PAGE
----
The best aquarium thermometer is the one that you can rely on. In general, aquarium thermometers are rather inexpensive pieces of equipment but help monitor one of the more critical aspects of your aquarium. Surprisingly this inexpensive device is often overlooked. Some reefers assume that their heater is calibrated accurately and if it’s set to heat to 80 degrees then that’s what it’s doing. Heaters are one of the most failure prone pieces of equipment in your tank. Assuming it’s accurate is rather silly really though I’ll admit I’ve done it myself. Also, everything in a reef tank needs a backup. Relying on your heater, even if it is accurately calibrated, as the only source of temperature monitoring is a recipe for disaster eventually.
External Sticker or Stick On (LCD) Thermometer
In-Tank Glass Thermometer
In-Tank Digital Thermometer
These thermometers are quite popular with fresh water aquariums for some reason. They aren’t bad although they aren’t the most accurate of options either. They sometimes can also be a bit difficult to read. Sticker thermometers work via a liquid crystal display that changes color with the temperature. Room temperature could affect the accuracy and placement should not be near the aquarium heater nor an HVAC vent, radiator, or direct sunlight. That said, you really shouldn’t have your aquarium near an HVAC vent, radiator, or in direct sunlight.
The inexpensive sticker thermometer isn’t the most accurate or easiest to read in general but this one rises above the rest in this category.
The tried and true traditional glass thermometer is quite an accurate and reliable. A solid choice with the caveat that it is made of glass care must be made to ensure that it won’t break. Make sure the method used to secure it is solid. Reef inhabitants could bump it or a rock could fall onto it.
If you’re going to go with a glass thermometer this is a great one to go with. It is a floating type so it will be best suited for a low flow area of your sump. The bonus with this one is that it measures salinity as well as temp. Pretty slick concept if you ask me. Also, it’s only a couple of dollars so if you have a good low flow location for it I couldn’t recommend it more.
Remain calm. Assuming the thermometer liquid was red instead of grey you shouldn’t need to worry much. Grey would be mercury and that would be an issue requiring you to drain your tank, remove your substrate, clean your rock, etc. etc. Chances are however that it was red in color which means it was simply alcohol. The small amount of alcohol isn’t going to do much so don’t sweat it. Do your best to remove all of the glass. If you need, scoop up the substrate in the area the thermometer broke to be as certain as possible that you got all the broken shards of glass out of there.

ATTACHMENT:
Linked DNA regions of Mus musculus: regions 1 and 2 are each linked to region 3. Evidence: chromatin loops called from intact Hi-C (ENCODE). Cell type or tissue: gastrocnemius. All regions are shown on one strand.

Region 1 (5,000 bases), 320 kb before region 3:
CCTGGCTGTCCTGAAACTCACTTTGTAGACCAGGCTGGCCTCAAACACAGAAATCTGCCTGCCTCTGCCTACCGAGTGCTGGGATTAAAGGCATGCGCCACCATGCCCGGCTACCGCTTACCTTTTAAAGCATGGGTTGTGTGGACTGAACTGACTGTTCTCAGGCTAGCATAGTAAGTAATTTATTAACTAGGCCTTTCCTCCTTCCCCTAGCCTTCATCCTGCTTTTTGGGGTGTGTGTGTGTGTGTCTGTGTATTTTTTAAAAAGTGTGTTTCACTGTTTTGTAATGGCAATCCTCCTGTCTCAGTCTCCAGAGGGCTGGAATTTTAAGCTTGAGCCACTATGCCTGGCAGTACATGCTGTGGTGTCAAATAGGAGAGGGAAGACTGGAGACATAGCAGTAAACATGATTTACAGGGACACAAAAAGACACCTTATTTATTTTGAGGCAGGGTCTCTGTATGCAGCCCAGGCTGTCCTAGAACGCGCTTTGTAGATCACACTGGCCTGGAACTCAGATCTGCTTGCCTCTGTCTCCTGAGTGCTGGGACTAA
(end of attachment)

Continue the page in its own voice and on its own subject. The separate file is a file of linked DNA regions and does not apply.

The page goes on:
The gold-standard is the Digital Thermometer. Accurate, easy to read, and not easily breakable. Plus there are many options with the ability to set an alarm if it falls outside the desired temperature range. If you use the thermometer with an aquarium controller you can trigger events based on temperature fluctuations. That is really powerful. You can even have it send you a text message as an alert rather than a simple audible sound beeping that can only be heard when you’re home. If you decide on any digital thermometer I would highly recommend avoiding battery-operated ones. A low battery can give an inaccurate reading and swapping batteries is a minor headache that is easy to procrastinate doing.
There are many varieties of cheap digital thermometers available. Some as cheap as $3! I doubt a $3 digital thermometer will last a reasonable amount of time but for $3 what is a reasonable amount of time? 3 months?
If you want a good quality digital thermometer without going all out on a reef controller an inexpensive option that is very powerful is the Inkbird Pre-Wired 308S. This powerful tool allows you to monitor a maximum and minimum temperature and control 2 outlets based on these conditions. It’s basically a mini reef controller that only monitors and reacts to temperature. It gets knocked for not being terribly easy to use. Last, there are no batteries to replace.
In conclusion, what is the best aquarium thermometer? The best suggestion is to get more than one. Given how inexpensive they are, it’s a good idea. All things in your reef should have a backup. It also is helpful to verify the validity of your digital readings with an analog backup.
More specifically, having an analog thermometer paired with a digital thermometer that works with a reef controller is ideal. I won’t get into the vast benefits of an aquarium controller but suffice it to say that being able to make automatic adjustments based on temperature, such as turning on/off heaters or chillers, is incredibly powerful. You could even have it send you a text message when something goes wrong. It’s that just too cool? Your budget (spouse) will likely limit you from getting too wild. Good luck and happy reefing!
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